Why would you shame your family?
Almost a Turkish Soap Opera, is an independent feature film about the turmoil of two young modern Turkish men looking for the glamour in Hollywood. Instead of finding fortune and fame, they end up in arranged marriages, illegal employment, scandalous affairs, and family chaos.
Almost a Turkish Soap Opera feature film captures the turmoil of Kamil and Adel, two young modern Turkish men looking for the glamour in Hollywood. However, instead of fortune and fame, they find themselves illegal immigrants facing US deportation. They seek arranged marriages with their cousins to solve their immigration issues which opens new problems when they find themselves involved in scandalous love affairs leading to greater family chaos. Have their lives now become a real life Turkish soap opera?
Long Synopsis: Almost a Turkish Soap Opera is a story about Adel, a young Turkish man whose family has lived an impoverished life while his grand uncle controls the inheritance money which was stolen from his father as a child. He travels to the USA, works illegally, and is deported back to Istanbul. Unable to return to the USA, he flies to Canada where he marries his grand uncle’s spoiled obnoxious granddaughter in exchange for his status. But he falls in love with his English teacher and everything spirals downward from there. How did his life turn into a Turkish soap opera?
“Turkish soap operas are huge in Europe and the Middle East” Turkish soap operas such as Gumus (Nour), Valley of Wolves, Ezel, Myrna and Halil, Aski Memnu (Forbidden Love) dubbed in Arabic and many other languages have become a hit in the Middle East and in many European countries since MBC (Middle East Broadcast Center) started broadcasting the shows on their satellite channels. The soap opera storylines are always full of drama and excitement with a mixture of mafia, arranged marriages, affairs, divorce, scandals all within the backdrop of modern Muslim lifestyle in Istanbul. These soaps have caught the attention of men and women, and young and old alike. Families work around their daily schedules so that they are home in time to catch the next episode of their favourite soap. Some Islamic religious leaders blame the TV soaps for injecting Western society’s influence on Muslim family beliefs and traditions. But in most part, viewers find the shows entertaining and they find they can relate to them because they depict everyday life with people who have similar cultures unlike the characters in shows from mainstream American television or Hollywood blockbusters.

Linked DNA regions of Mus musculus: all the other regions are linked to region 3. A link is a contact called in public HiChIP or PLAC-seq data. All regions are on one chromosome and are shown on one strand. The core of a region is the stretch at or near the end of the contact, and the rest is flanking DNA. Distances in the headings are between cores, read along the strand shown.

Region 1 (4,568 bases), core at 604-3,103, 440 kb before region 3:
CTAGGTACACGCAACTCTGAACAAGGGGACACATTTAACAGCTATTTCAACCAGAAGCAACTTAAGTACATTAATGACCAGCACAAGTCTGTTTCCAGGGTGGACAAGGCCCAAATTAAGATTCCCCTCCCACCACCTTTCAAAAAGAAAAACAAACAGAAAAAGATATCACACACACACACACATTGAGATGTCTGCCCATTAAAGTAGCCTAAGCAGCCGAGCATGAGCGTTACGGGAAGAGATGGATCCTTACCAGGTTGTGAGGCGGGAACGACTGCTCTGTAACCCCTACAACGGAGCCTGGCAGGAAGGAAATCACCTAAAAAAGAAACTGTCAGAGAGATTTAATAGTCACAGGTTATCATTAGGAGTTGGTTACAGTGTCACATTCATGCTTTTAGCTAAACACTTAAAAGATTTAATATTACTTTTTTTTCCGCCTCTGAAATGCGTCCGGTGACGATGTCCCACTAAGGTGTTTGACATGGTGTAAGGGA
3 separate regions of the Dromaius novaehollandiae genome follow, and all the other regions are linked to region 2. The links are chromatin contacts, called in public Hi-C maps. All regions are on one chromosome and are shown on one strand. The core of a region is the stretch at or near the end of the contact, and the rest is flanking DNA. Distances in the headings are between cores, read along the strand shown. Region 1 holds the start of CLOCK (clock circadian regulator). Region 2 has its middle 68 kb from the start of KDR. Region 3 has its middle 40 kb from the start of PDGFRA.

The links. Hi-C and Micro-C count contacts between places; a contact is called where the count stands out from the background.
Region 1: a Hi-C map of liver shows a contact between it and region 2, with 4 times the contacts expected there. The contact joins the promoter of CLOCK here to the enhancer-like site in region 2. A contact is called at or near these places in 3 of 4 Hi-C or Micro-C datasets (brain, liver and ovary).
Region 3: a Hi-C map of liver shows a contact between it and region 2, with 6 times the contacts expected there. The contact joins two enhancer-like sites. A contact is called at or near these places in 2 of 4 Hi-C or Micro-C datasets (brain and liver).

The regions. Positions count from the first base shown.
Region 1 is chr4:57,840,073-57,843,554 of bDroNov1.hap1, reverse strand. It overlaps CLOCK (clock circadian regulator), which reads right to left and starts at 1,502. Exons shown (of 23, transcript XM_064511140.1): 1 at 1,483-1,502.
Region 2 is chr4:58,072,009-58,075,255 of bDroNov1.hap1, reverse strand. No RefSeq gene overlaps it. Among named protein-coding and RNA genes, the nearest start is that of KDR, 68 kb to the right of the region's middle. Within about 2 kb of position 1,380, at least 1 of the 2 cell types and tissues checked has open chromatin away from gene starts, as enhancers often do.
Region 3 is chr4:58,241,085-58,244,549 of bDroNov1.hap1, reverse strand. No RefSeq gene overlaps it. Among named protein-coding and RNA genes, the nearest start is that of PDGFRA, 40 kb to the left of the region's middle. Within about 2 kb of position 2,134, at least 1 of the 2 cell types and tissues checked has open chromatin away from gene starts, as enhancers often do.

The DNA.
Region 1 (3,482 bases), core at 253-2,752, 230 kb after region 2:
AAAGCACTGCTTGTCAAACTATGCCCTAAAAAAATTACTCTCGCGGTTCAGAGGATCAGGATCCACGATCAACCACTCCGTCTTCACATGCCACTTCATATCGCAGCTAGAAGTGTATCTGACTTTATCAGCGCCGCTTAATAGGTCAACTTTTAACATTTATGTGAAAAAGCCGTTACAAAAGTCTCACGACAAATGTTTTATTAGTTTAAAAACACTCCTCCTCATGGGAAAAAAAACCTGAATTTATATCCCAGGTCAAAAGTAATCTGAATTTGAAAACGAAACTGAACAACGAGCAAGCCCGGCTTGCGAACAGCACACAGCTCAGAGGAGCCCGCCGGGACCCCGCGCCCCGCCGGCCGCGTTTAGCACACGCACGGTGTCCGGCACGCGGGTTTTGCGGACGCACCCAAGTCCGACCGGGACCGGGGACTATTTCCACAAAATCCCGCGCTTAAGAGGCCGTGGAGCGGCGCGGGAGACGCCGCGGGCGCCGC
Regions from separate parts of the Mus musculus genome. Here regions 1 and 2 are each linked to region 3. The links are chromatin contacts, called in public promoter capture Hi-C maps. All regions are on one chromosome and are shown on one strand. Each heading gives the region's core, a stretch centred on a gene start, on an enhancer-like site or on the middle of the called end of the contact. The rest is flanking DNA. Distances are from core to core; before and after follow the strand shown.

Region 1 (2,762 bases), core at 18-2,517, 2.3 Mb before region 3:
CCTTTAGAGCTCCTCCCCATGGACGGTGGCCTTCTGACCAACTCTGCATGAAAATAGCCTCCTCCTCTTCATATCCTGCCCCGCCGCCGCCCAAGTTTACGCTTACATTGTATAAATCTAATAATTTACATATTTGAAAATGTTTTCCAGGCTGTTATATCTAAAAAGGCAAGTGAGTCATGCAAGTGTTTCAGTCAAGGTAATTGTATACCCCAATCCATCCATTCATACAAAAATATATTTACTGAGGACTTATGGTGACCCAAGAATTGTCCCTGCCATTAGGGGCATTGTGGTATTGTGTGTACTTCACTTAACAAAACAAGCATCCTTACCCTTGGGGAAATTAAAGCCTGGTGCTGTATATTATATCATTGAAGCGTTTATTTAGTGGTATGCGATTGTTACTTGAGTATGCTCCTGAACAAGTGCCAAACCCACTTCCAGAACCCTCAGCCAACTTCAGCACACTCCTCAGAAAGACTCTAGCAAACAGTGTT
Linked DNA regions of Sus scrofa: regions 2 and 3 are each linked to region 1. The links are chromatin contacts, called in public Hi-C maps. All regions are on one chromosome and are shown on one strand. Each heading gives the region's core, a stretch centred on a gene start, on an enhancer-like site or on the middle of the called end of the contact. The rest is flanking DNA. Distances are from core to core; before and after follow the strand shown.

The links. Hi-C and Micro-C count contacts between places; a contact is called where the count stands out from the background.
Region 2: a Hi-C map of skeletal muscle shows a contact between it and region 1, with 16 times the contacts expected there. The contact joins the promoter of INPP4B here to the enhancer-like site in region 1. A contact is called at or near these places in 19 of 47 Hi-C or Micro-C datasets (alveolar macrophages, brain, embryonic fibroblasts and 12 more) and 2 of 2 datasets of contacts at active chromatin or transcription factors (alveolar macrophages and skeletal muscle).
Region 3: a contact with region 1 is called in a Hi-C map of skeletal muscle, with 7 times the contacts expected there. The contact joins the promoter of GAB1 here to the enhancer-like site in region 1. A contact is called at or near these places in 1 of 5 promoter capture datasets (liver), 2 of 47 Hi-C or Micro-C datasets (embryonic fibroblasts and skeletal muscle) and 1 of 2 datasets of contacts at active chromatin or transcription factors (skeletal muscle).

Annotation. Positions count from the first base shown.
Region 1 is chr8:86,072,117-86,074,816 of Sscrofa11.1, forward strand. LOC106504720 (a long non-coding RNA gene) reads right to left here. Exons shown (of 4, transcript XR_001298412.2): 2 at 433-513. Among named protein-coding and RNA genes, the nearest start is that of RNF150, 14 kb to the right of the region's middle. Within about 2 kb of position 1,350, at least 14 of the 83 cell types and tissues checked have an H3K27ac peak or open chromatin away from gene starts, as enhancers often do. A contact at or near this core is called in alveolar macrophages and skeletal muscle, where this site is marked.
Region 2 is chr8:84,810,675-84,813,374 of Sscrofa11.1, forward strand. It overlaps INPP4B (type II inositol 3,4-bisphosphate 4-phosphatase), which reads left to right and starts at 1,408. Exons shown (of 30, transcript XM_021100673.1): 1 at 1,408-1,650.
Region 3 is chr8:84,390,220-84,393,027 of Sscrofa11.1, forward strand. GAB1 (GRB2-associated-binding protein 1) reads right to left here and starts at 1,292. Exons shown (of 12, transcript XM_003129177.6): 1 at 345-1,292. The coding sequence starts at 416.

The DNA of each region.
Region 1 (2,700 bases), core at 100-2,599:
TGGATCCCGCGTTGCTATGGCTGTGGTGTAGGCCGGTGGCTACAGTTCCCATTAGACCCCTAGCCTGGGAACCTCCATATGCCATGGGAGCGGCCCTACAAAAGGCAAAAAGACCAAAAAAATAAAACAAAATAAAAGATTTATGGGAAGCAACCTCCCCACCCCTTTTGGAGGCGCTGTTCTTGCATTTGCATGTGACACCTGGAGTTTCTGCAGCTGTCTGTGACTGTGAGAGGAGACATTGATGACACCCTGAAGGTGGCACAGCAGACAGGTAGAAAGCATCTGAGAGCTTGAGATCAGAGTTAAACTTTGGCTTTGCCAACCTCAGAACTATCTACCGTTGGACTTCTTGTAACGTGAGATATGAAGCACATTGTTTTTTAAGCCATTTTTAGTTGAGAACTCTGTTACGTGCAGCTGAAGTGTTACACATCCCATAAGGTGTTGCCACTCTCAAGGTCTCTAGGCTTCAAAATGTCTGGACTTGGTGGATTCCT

I wrote this story to capture the essence of the life that people from the Middle East experience and the challenges they face. Meeting a wonderful Arabic couple visiting from the Middle East was a great influence for my interest in Turkish soap operas. During their stay, the wife said that she missed watching her favourite Arabic-dubbed Turkish soap operas. We searched online and found streaming videos of the soap operas. This started a nightly ritual of watching back to back episodes of different series of Turkish soaps. Our marathon watching weekends were full of fun, laughter and drama. We had so many great conversations as we analyzed the characters and the scenes together. I recall the husband telling me that he had no interest in soap operas. However, when it came time to watch the shows, he was always the one who could repeat word for word scenes from past episodes as he critiqued the current storyline.
Almost a Turkish Soap Opera paints a vivid portrayal of the lives and struggles of young modern Muslim adults trying to make a life in the West. The story will attract audiences of popular contemporary movies such as the Kite Runner and the Brick Lane. A published author, Anne-Rae Vasquez, wrote the novel, Almost a Turkish Soap Opera (to be released in 2011), Gathering Dust – a collection of poems, and Teach Yourself Great Web Design in a Week, published by Sams.net (a division of Macmillan Publishing).
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Internet Drama and Mystery Television Series, 1996-2014 by Vincent Terrace page 7
Published by McFarland & Co. Inc. Publishers, North Carolina
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